Instruction - ModR/M Byte

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1 - About

The ModR/M byte is a part of an instruction used when a memory operand is required (used).

It permit to specify:

3 - Syntax

Below is a picture of an intel instruction format (From appendix b instruction formats and encodings) where you can see the ModR/M field.

Certain encodings of the ModR/M byte require a second addressing byte (the SIB byte).

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4 - Table

ModR/M byte has <math> 2^8 = 256</math> possible values by CPU word size (16, 32, ... bit): seen under the label Value of ModR/M Byte (in Hexadecimal) in the tables called Addressing form table. There is actually one table by CPU Word Size (ie 16-bit or 32-bit)

Example with the table in 16-bit addressing forms (Section 2.1.5 - Page 509 of the Intel® 64 and IA-32 Architectures Software Developer’s Manual

The figure below demonstrates the interpretation of one ModR/M value. Example for C8.

ModR/M value       C8  = 11001000
                   ----------------
                   Mod = 11
                   RM  =      000
/digit (Opcode) or REG =   001

4.1 - First operand

The Effective Address column lists 32 effective addresses and one of them is assigned to the first operand of an instruction.

See also: Memory Segment - Offset - (Relative|Effective) address.

The selection of an Effective Address is made by using the combination of:

  • the Mod value
  • and the R/M value

The Mod field, or modifier field combined with R/M field gives a total of <math>5</math> bits of information to specify (encode) <math>2^5 = 32</math> possible values:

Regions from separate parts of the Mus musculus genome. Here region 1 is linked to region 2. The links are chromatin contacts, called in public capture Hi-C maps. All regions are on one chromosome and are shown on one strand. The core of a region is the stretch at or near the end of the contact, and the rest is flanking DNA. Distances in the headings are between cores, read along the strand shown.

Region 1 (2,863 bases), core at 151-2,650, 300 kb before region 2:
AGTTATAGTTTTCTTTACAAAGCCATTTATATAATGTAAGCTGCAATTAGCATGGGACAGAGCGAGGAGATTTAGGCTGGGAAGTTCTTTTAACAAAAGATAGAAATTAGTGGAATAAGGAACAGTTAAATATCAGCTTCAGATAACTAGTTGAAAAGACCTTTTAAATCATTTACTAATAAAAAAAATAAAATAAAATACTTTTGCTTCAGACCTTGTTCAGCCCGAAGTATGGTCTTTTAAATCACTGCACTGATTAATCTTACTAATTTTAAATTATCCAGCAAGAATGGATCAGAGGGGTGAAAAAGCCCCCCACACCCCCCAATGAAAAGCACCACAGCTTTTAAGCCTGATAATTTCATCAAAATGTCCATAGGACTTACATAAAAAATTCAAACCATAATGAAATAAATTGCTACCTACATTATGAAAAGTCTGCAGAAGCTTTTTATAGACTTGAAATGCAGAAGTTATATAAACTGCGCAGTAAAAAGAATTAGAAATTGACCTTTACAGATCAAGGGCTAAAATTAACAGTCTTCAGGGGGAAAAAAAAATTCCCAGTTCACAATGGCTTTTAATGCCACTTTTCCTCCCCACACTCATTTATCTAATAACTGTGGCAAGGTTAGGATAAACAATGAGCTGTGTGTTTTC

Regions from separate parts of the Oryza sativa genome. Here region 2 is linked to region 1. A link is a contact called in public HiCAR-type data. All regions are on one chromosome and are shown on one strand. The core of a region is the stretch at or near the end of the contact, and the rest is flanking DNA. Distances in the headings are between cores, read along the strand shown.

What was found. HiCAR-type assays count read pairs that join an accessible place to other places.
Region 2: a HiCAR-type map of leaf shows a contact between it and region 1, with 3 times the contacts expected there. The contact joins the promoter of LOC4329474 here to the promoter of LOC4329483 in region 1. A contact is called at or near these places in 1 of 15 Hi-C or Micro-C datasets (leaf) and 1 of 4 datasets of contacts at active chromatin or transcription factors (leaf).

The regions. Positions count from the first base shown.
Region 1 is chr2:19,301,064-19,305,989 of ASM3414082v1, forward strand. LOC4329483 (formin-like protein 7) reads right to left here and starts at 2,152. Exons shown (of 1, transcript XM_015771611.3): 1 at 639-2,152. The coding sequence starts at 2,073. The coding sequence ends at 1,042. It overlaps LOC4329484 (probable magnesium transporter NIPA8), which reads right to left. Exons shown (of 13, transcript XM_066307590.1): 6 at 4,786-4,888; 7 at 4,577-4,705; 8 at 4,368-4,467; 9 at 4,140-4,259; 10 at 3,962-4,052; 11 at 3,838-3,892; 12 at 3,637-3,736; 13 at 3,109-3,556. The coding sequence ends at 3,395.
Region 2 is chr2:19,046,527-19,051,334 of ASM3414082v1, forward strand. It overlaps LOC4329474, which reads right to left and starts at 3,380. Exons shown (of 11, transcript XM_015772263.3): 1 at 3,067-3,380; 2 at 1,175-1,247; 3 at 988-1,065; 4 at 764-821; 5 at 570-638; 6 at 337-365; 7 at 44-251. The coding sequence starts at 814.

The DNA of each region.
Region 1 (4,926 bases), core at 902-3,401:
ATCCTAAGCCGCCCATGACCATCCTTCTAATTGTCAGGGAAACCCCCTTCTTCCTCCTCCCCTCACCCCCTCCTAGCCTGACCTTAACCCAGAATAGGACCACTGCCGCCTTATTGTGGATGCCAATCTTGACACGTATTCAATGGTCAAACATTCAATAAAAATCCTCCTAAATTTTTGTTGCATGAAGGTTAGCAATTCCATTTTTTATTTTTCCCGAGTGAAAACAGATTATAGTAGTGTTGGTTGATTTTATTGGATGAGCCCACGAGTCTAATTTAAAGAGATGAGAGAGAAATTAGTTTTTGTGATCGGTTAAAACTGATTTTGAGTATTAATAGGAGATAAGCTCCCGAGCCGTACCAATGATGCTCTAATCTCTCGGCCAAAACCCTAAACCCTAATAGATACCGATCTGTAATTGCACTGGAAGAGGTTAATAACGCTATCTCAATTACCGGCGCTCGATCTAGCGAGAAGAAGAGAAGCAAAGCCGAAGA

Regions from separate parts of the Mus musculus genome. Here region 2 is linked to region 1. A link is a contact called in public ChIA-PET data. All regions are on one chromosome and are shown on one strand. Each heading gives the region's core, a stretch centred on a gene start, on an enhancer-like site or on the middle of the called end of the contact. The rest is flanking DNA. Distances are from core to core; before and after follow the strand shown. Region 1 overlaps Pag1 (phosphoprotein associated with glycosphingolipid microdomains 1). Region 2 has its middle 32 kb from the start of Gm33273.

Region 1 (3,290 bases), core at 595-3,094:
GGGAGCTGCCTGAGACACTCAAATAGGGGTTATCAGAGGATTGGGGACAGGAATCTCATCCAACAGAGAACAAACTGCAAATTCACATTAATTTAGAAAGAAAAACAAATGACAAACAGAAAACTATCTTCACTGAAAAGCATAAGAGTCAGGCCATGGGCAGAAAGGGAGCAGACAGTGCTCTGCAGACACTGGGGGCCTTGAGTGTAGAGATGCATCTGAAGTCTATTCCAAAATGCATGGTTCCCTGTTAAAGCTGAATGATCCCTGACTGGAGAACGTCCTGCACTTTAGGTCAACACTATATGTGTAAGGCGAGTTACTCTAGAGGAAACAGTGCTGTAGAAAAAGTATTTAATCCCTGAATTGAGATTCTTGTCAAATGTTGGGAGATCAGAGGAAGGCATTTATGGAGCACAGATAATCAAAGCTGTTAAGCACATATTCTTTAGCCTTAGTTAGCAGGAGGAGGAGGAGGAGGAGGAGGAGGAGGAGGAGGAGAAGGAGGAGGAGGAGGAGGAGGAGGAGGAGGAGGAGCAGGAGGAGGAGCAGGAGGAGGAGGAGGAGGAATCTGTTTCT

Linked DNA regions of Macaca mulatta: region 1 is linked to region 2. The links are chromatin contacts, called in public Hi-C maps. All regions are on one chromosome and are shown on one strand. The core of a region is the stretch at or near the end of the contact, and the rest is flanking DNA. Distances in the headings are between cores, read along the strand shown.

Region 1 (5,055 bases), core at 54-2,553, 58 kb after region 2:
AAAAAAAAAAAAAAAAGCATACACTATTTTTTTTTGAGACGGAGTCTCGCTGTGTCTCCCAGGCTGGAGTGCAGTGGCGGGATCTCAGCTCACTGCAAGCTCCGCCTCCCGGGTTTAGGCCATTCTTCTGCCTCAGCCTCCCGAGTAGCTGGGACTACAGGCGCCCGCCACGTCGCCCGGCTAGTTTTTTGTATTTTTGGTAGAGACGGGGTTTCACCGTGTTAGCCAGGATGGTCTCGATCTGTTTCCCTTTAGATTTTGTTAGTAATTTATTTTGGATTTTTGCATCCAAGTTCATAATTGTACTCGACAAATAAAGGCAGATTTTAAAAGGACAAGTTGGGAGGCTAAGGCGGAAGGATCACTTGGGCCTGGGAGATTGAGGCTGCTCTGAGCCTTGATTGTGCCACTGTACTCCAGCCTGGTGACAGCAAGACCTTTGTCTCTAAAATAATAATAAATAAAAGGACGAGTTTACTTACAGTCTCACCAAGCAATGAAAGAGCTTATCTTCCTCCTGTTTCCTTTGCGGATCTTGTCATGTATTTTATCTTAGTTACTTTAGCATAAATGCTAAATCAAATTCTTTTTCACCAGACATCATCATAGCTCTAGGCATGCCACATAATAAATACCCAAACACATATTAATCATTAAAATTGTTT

• 24 addressing modes. The first 24 lines. They provide ways of specifying a memory location)
  • 8 registers. The last eight (Mod = 11B) are for each line a list of 5 register (general-purpose, MMX technology and XMM registers). The register selected is determined by the opcode byte along with the operand-size attribute.

For example: The row indicated by:

  • Mod = 11,
  • R/M = 000.

identifies multiple registers in the effective address column:

  • the general-purpose registers EAX, AX or AL;
  • MMX technology register MM0;
  • or XMM register XMM0.

The register selected is determined by the opcode byte along with the operand-size attribute.

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4.2 - Reg/Opcode

The Reg/Opcode field encodes either:

  • a second register operand If an instruction requires it.
  • or extends the Opcode field with 3 more bits. In cases where the reg/opcode field in the ModR/M byte represents an extended opcode, valid encodings are shown in Appendix B.

4.2.1 - Second operand

If the instruction requires a second operand, the seventh row (labeled “REG =”) specifies the use of the 3-bit Reg/Opcode field when the field is used to give the location of a second operand that must be a register (general purpose, MMX technology, or XMM)

Rows one through five list the registers. The register selected is determined by:

4.2.2 - Opcode extension

If the instruction does not require a second operand, then the Reg/Opcode field may be used as an opcode extension. This use is represented by the sixth row in the tables (labeled “/digit (Opcode)”). Note that values in row six are represented in decimal form.

5 - disp

  • The disp16 nomenclature denotes a 16-bit displacement that follows the ModR/M byte and that is added to the index.
  • The disp8 nomenclature denotes an 8-bit displacement that follows the ModR/M byte and that is sign-extended and added to the index.
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lang/assembly/intel/modrm.txt · Last modified: 2019/01/06 22:19 by 172.69.70.189